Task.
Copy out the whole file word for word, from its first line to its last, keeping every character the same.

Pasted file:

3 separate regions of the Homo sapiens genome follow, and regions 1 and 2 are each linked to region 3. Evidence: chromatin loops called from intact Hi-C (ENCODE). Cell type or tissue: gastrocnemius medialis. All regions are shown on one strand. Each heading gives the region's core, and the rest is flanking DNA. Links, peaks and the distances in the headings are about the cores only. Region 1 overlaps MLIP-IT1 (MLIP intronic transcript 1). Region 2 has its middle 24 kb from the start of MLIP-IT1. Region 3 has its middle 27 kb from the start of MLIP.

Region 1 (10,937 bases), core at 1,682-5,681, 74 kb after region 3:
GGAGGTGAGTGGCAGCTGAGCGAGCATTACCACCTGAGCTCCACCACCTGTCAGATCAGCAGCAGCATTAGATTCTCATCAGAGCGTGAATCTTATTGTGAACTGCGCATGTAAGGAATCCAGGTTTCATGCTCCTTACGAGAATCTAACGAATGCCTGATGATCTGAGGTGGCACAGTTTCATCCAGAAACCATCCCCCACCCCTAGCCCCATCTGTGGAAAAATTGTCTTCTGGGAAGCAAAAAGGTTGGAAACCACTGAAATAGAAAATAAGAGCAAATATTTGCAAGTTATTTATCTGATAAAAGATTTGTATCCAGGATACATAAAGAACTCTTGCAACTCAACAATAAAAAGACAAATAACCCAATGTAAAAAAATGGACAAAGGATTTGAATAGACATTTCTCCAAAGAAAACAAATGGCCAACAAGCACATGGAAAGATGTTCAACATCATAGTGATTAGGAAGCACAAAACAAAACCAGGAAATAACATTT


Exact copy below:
3 separate regions of the Homo sapiens genome follow, and regions 1 and 2 are each linked to region 3. Evidence: chromatin loops called from intact Hi-C (ENCODE). Cell type or tissue: gastrocnemius medialis. All regions are shown on one strand. Each heading gives the region's core, and the rest is flanking DNA. Links, peaks and the distances in the headings are about the cores only. Region 1 overlaps MLIP-IT1 (MLIP intronic transcript 1). Region 2 has its middle 24 kb from the start of MLIP-IT1. Region 3 has its middle 27 kb from the start of MLIP.

Region 1 (10,937 bases), core at 1,682-5,681, 74 kb after region 3:
GGAGGTGAGTGGCAGCTGAGCGAGCATTACCACCTGAGCTCCACCACCTGTCAGATCAGCAGCAGCATTAGATTCTCATCAGAGCGTGAATCTTATTGTGAACTGCGCATGTAAGGAATCCAGGTTTCATGCTCCTTACGAGAATCTAACGAATGCCTGATGATCTGAGGTGGCACAGTTTCATCCAGAAACCATCCCCCACCCCTAGCCCCATCTGTGGAAAAATTGTCTTCTGGGAAGCAAAAAGGTTGGAAACCACTGAAATAGAAAATAAGAGCAAATATTTGCAAGTTATTTATCTGATAAAAGATTTGTATCCAGGATACATAAAGAACTCTTGCAACTCAACAATAAAAAGACAAATAACCCAATGTAAAAAAATGGACAAAGGATTTGAATAGACATTTCTCCAAAGAAAACAAATGGCCAACAAGCACATGGAAAGATGTTCAACATCATAGTGATTAGGAAGCACAAAACAAAACCAGGAAATAACATTT